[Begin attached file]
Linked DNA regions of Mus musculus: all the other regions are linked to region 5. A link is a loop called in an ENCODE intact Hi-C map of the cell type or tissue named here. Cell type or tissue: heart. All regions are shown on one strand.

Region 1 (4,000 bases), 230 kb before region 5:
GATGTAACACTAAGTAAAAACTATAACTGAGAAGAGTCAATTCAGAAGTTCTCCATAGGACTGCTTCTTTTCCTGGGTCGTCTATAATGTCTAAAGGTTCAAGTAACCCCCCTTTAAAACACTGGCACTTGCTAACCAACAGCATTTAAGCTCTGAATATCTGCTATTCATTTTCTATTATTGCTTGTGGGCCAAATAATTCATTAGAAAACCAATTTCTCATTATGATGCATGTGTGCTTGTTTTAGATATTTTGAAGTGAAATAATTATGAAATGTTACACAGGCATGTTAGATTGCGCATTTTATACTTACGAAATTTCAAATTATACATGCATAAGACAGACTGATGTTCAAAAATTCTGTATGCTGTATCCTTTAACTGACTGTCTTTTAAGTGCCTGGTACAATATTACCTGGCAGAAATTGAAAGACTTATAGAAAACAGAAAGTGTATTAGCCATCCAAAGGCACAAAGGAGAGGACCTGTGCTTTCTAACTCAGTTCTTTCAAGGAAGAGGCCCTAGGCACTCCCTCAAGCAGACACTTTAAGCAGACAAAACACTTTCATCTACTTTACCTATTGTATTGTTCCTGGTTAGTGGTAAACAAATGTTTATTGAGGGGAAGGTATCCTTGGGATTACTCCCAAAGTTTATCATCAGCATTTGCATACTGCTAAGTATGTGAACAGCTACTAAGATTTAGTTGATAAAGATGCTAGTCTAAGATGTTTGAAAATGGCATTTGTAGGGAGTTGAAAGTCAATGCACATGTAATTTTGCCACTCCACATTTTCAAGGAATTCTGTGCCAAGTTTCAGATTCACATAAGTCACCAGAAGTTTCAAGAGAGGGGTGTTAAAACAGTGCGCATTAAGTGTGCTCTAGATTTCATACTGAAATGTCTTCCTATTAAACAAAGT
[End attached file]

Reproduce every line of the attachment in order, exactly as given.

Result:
Linked DNA regions of Mus musculus: all the other regions are linked to region 5. A link is a loop called in an ENCODE intact Hi-C map of the cell type or tissue named here. Cell type or tissue: heart. All regions are shown on one strand.

Region 1 (4,000 bases), 230 kb before region 5:
GATGTAACACTAAGTAAAAACTATAACTGAGAAGAGTCAATTCAGAAGTTCTCCATAGGACTGCTTCTTTTCCTGGGTCGTCTATAATGTCTAAAGGTTCAAGTAACCCCCCTTTAAAACACTGGCACTTGCTAACCAACAGCATTTAAGCTCTGAATATCTGCTATTCATTTTCTATTATTGCTTGTGGGCCAAATAATTCATTAGAAAACCAATTTCTCATTATGATGCATGTGTGCTTGTTTTAGATATTTTGAAGTGAAATAATTATGAAATGTTACACAGGCATGTTAGATTGCGCATTTTATACTTACGAAATTTCAAATTATACATGCATAAGACAGACTGATGTTCAAAAATTCTGTATGCTGTATCCTTTAACTGACTGTCTTTTAAGTGCCTGGTACAATATTACCTGGCAGAAATTGAAAGACTTATAGAAAACAGAAAGTGTATTAGCCATCCAAAGGCACAAAGGAGAGGACCTGTGCTTTCTAACTCAGTTCTTTCAAGGAAGAGGCCCTAGGCACTCCCTCAAGCAGACACTTTAAGCAGACAAAACACTTTCATCTACTTTACCTATTGTATTGTTCCTGGTTAGTGGTAAACAAATGTTTATTGAGGGGAAGGTATCCTTGGGATTACTCCCAAAGTTTATCATCAGCATTTGCATACTGCTAAGTATGTGAACAGCTACTAAGATTTAGTTGATAAAGATGCTAGTCTAAGATGTTTGAAAATGGCATTTGTAGGGAGTTGAAAGTCAATGCACATGTAATTTTGCCACTCCACATTTTCAAGGAATTCTGTGCCAAGTTTCAGATTCACATAAGTCACCAGAAGTTTCAAGAGAGGGGTGTTAAAACAGTGCGCATTAAGTGTGCTCTAGATTTCATACTGAAATGTCTTCCTATTAAACAAAGT